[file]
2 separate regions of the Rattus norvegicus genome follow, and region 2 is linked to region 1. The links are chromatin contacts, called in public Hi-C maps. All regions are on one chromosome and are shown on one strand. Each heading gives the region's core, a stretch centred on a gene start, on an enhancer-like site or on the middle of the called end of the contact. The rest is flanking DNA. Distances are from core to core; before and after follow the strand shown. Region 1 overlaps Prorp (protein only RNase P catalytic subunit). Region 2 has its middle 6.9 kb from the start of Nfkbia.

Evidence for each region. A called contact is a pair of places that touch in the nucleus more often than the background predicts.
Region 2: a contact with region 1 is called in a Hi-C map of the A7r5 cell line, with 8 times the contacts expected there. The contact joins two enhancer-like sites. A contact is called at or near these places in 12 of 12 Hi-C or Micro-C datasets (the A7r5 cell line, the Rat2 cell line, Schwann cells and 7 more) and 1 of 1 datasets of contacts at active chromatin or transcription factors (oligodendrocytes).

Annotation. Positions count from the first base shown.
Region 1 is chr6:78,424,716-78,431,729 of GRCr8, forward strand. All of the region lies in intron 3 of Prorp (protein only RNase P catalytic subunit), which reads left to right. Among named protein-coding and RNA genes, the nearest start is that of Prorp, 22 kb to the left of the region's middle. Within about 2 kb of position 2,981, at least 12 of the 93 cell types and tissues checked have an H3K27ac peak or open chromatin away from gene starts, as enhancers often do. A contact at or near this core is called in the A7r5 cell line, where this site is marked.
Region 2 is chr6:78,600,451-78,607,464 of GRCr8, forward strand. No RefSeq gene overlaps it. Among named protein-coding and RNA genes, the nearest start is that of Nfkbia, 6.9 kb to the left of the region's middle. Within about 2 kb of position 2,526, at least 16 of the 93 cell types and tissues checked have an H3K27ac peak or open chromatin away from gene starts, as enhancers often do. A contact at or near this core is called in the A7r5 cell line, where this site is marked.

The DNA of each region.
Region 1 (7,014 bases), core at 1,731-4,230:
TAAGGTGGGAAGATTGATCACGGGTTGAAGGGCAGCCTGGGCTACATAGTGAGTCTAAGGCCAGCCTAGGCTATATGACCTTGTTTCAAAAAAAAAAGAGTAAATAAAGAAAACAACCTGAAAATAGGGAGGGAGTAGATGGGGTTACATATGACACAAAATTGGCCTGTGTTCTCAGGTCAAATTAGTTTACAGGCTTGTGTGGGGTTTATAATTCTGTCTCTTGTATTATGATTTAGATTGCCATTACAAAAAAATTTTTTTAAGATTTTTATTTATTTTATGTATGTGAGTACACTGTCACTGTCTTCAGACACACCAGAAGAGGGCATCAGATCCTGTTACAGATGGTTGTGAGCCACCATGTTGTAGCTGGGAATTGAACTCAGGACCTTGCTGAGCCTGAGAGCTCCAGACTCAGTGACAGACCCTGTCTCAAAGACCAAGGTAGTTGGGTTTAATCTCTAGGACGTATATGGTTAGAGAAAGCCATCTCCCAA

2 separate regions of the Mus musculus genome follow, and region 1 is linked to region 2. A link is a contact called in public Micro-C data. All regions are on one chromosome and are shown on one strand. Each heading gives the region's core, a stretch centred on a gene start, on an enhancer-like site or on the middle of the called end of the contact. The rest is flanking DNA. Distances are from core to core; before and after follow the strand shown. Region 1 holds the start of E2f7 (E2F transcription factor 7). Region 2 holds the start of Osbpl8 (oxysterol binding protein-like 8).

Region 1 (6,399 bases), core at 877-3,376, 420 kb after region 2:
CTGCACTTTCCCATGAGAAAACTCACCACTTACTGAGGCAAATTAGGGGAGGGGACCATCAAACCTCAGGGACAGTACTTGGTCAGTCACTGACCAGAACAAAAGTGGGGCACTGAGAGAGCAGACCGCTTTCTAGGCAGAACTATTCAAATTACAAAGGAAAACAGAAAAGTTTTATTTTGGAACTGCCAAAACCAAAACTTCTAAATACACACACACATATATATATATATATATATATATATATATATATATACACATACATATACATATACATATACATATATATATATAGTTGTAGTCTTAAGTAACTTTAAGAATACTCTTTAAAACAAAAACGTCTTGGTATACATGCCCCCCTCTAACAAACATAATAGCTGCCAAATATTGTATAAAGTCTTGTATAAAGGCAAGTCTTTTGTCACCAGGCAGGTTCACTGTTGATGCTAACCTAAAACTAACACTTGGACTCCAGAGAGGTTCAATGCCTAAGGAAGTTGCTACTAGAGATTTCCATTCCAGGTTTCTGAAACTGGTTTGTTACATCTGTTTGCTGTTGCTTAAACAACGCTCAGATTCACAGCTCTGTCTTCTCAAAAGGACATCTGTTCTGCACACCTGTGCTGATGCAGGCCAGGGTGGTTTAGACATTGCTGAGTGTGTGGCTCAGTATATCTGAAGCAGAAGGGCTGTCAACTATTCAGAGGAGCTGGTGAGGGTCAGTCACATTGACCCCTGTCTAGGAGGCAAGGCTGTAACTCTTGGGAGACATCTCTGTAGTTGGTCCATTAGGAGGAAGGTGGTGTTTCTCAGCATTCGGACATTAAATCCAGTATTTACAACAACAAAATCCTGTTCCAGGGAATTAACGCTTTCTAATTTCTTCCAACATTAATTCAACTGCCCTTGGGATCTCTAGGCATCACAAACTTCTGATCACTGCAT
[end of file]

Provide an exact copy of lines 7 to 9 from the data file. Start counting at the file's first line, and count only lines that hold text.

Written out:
The DNA of each region.
Region 1 (7,014 bases), core at 1,731-4,230:
TAAGGTGGGAAGATTGATCACGGGTTGAAGGGCAGCCTGGGCTACATAGTGAGTCTAAGGCCAGCCTAGGCTATATGACCTTGTTTCAAAAAAAAAAGAGTAAATAAAGAAAACAACCTGAAAATAGGGAGGGAGTAGATGGGGTTACATATGACACAAAATTGGCCTGTGTTCTCAGGTCAAATTAGTTTACAGGCTTGTGTGGGGTTTATAATTCTGTCTCTTGTATTATGATTTAGATTGCCATTACAAAAAAATTTTTTTAAGATTTTTATTTATTTTATGTATGTGAGTACACTGTCACTGTCTTCAGACACACCAGAAGAGGGCATCAGATCCTGTTACAGATGGTTGTGAGCCACCATGTTGTAGCTGGGAATTGAACTCAGGACCTTGCTGAGCCTGAGAGCTCCAGACTCAGTGACAGACCCTGTCTCAAAGACCAAGGTAGTTGGGTTTAATCTCTAGGACGTATATGGTTAGAGAAAGCCATCTCCCAA